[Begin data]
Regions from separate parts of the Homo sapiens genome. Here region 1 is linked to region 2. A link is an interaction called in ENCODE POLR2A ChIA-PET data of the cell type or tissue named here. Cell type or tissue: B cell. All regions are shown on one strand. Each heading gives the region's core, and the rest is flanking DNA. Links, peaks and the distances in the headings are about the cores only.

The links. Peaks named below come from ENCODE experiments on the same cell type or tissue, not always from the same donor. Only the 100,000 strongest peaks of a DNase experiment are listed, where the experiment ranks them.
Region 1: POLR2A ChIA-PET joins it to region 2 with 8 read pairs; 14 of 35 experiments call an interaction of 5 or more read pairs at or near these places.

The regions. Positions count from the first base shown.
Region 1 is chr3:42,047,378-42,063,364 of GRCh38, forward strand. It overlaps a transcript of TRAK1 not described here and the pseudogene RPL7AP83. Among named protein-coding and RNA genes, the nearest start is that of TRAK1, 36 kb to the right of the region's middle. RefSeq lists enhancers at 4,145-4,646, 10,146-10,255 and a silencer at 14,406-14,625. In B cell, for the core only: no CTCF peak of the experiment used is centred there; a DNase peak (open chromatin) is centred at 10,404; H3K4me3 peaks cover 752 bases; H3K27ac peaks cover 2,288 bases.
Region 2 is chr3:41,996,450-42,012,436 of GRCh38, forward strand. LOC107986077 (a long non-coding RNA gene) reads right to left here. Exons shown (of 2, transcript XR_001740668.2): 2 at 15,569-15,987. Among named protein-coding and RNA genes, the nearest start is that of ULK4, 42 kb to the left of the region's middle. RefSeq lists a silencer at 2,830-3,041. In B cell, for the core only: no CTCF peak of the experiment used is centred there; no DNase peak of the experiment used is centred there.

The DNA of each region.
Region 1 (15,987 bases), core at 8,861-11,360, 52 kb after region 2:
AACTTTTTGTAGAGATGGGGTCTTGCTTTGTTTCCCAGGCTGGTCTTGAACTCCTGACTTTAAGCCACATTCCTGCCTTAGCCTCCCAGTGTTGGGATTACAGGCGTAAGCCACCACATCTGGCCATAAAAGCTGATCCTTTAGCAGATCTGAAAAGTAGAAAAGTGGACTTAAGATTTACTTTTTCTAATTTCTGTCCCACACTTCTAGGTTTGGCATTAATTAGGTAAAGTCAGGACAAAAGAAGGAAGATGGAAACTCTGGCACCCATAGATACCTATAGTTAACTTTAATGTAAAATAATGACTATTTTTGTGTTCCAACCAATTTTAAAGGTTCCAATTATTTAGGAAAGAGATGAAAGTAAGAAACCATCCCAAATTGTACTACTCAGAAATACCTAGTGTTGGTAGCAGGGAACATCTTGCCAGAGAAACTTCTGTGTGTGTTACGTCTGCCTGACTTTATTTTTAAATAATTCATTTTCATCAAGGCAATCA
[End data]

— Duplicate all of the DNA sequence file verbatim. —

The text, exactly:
Regions from separate parts of the Homo sapiens genome. Here region 1 is linked to region 2. A link is an interaction called in ENCODE POLR2A ChIA-PET data of the cell type or tissue named here. Cell type or tissue: B cell. All regions are shown on one strand. Each heading gives the region's core, and the rest is flanking DNA. Links, peaks and the distances in the headings are about the cores only.

The links. Peaks named below come from ENCODE experiments on the same cell type or tissue, not always from the same donor. Only the 100,000 strongest peaks of a DNase experiment are listed, where the experiment ranks them.
Region 1: POLR2A ChIA-PET joins it to region 2 with 8 read pairs; 14 of 35 experiments call an interaction of 5 or more read pairs at or near these places.

The regions. Positions count from the first base shown.
Region 1 is chr3:42,047,378-42,063,364 of GRCh38, forward strand. It overlaps a transcript of TRAK1 not described here and the pseudogene RPL7AP83. Among named protein-coding and RNA genes, the nearest start is that of TRAK1, 36 kb to the right of the region's middle. RefSeq lists enhancers at 4,145-4,646, 10,146-10,255 and a silencer at 14,406-14,625. In B cell, for the core only: no CTCF peak of the experiment used is centred there; a DNase peak (open chromatin) is centred at 10,404; H3K4me3 peaks cover 752 bases; H3K27ac peaks cover 2,288 bases.
Region 2 is chr3:41,996,450-42,012,436 of GRCh38, forward strand. LOC107986077 (a long non-coding RNA gene) reads right to left here. Exons shown (of 2, transcript XR_001740668.2): 2 at 15,569-15,987. Among named protein-coding and RNA genes, the nearest start is that of ULK4, 42 kb to the left of the region's middle. RefSeq lists a silencer at 2,830-3,041. In B cell, for the core only: no CTCF peak of the experiment used is centred there; no DNase peak of the experiment used is centred there.

The DNA of each region.
Region 1 (15,987 bases), core at 8,861-11,360, 52 kb after region 2:
AACTTTTTGTAGAGATGGGGTCTTGCTTTGTTTCCCAGGCTGGTCTTGAACTCCTGACTTTAAGCCACATTCCTGCCTTAGCCTCCCAGTGTTGGGATTACAGGCGTAAGCCACCACATCTGGCCATAAAAGCTGATCCTTTAGCAGATCTGAAAAGTAGAAAAGTGGACTTAAGATTTACTTTTTCTAATTTCTGTCCCACACTTCTAGGTTTGGCATTAATTAGGTAAAGTCAGGACAAAAGAAGGAAGATGGAAACTCTGGCACCCATAGATACCTATAGTTAACTTTAATGTAAAATAATGACTATTTTTGTGTTCCAACCAATTTTAAAGGTTCCAATTATTTAGGAAAGAGATGAAAGTAAGAAACCATCCCAAATTGTACTACTCAGAAATACCTAGTGTTGGTAGCAGGGAACATCTTGCCAGAGAAACTTCTGTGTGTGTTACGTCTGCCTGACTTTATTTTTAAATAATTCATTTTCATCAAGGCAATCA